Seems to me that McCain's team knows full well that he's deeply interconnected with the financial meltdown (and not just this time, either -- Keating Five, anyone?). So, rather than try to distract people from the subject (which would be impossible, given the media sh*tstorm), instead, they accuse Obama of being guilty of McCain's sins.

And like everyone is saying... what's the point of "facts" anyway? Just keep repeating it and it lodges in the voters' "minds"...

*sigh*

Posted by: Steve on September 19, 2008 at 4:03 PM | PERMALINK

Steve, maybe I wasn't clear enough in the previous thread: it's a racist dog-whistle. The idea of running ads about Franklin Raines and Fannie Mae is *not* for McCain to make logical arguments, it *is* for McCain to get away with running ads that say, "LOOK WHAT HAPPENS WHEN YOU LET SOME BLACK GUY RUN THINGS!"

I agree. Given that they've already tried tying Obama to the convicted mayor of Detroit, this is another attempt to link him to a "bad" black man.

It's even more tenuous than the Detroit one, though: Raines left Fannie Mae in 2004. How on earth is he personally responsible 4 years later for the crash today?

Of course, these are the same people who insist that Bill Clinton was responsible for 9/11 nine months after he left office, so logic isn't their strong suit.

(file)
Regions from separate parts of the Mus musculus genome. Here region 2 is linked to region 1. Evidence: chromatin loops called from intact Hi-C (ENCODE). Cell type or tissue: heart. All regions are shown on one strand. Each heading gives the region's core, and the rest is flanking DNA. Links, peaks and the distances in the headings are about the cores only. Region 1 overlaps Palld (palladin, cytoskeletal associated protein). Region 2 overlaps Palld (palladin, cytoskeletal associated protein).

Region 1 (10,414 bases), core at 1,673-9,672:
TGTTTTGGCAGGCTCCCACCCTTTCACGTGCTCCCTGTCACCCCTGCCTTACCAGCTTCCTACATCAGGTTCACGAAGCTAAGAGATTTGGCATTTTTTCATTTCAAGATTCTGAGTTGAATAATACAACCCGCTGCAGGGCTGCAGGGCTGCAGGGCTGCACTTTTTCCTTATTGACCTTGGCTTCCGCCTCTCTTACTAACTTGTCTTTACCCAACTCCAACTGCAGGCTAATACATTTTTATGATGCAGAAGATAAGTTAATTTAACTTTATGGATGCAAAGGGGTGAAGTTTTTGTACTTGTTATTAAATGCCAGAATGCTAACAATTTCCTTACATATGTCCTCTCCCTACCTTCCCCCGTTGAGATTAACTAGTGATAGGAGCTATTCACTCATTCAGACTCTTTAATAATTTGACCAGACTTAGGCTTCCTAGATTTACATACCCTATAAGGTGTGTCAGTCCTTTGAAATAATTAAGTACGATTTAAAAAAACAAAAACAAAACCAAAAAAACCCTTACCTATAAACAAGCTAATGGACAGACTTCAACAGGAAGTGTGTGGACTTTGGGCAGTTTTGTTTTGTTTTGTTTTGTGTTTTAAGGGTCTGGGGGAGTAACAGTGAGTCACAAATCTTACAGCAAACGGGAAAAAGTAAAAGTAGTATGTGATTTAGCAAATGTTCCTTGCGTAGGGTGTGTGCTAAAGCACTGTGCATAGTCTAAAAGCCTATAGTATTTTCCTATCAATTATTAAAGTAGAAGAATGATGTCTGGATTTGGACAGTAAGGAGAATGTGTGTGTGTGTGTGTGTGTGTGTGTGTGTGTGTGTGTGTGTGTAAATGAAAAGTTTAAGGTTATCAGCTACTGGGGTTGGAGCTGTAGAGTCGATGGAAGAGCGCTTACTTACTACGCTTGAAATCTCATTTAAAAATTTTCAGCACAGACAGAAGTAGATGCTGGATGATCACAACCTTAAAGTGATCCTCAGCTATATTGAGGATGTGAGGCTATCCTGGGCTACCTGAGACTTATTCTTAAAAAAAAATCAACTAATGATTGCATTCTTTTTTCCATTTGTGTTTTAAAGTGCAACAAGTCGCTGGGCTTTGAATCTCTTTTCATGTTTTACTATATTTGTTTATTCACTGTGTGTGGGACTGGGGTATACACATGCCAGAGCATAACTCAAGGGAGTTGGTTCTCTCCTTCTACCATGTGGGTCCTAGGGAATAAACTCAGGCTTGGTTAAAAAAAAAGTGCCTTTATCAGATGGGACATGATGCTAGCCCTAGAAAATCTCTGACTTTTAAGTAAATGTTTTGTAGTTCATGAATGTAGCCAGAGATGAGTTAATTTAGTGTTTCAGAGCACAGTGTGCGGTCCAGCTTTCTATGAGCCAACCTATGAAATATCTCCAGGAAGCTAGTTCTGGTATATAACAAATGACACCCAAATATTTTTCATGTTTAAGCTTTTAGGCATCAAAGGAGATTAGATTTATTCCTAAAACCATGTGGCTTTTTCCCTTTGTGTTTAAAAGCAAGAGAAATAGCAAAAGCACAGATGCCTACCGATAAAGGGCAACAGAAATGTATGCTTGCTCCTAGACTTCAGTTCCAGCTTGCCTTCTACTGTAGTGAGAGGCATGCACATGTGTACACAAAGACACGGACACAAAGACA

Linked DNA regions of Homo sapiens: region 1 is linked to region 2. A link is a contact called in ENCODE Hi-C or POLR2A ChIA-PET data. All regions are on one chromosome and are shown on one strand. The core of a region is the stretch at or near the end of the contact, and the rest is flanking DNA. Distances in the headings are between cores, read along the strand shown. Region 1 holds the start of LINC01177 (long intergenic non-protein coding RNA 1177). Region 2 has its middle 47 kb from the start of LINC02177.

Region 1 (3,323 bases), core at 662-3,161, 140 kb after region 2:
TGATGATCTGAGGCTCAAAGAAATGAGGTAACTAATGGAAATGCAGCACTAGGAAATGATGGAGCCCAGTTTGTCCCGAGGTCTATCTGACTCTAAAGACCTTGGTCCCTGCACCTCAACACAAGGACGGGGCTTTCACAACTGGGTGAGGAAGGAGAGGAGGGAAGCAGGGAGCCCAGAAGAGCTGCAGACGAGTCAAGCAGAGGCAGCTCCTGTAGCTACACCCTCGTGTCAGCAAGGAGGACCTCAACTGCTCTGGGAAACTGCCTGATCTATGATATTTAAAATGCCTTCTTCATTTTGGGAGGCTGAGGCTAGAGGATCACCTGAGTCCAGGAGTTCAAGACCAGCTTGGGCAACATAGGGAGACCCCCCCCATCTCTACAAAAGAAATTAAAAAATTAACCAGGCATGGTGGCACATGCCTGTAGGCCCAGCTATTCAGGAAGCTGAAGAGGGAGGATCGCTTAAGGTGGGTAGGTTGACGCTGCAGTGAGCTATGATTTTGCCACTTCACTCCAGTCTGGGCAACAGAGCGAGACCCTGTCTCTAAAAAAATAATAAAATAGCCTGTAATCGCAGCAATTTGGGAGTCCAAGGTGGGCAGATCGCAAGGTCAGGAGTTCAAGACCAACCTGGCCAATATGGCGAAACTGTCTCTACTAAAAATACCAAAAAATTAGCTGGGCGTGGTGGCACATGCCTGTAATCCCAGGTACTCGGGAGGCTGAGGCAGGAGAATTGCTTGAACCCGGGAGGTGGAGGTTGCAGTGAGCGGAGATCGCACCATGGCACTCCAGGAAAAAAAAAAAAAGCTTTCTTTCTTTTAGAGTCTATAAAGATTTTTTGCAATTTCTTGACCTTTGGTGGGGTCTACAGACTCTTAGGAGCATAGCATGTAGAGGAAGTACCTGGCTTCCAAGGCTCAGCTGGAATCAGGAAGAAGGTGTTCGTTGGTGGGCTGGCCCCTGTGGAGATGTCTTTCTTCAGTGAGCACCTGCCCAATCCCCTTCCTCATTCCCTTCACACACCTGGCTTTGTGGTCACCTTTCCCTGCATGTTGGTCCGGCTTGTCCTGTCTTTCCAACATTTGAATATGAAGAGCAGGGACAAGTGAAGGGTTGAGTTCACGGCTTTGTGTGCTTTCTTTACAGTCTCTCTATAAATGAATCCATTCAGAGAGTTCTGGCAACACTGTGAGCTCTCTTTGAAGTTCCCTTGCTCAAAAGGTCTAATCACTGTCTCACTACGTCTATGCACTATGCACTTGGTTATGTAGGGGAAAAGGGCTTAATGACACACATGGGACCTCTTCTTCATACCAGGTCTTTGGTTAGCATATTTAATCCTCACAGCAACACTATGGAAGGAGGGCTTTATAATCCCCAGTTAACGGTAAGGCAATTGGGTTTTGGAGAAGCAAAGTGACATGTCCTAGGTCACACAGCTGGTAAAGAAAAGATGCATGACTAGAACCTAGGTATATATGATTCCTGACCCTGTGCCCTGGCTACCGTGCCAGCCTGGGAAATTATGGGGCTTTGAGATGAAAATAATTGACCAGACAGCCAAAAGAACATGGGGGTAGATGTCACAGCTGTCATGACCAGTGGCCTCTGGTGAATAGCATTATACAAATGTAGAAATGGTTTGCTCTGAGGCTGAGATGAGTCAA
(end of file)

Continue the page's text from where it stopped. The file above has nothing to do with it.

Posted by: Mnemosyne on September 19, 2008 at 4:16 PM | PERMALINK

Someone over at Swampland brought up a great point, and I really, really hope that Steve, other bloggers, reporters, and even the Obama campaign provide a bit of financial education to everyone.

Instead of rehashing the comment, here it is (shortened a bit -- linky):

The reason Fannie and Freddie got into trouble was that the loans they authorized are now upside-down - i.e., the collateral (the house), is no longer worth the principal amount of the loan. Now, when these loans were originated, Fannie and Freddie both required at least 10% down along with mortgage insurance.

So, to the extent they screwed up, it's not that they had fundamentally unsound lending practices, it's that the real-estate market was overheating. Upwards pressure on home prices didn't happen because of GSE practices, it was because of the vast secondary market in mortgage-backed securities that were packaged up by everybody else and their brother-in-law. And the reason this secondary market existed is because of lax or non-existent risk-capital regulations for banks, brokerages, and investment banks.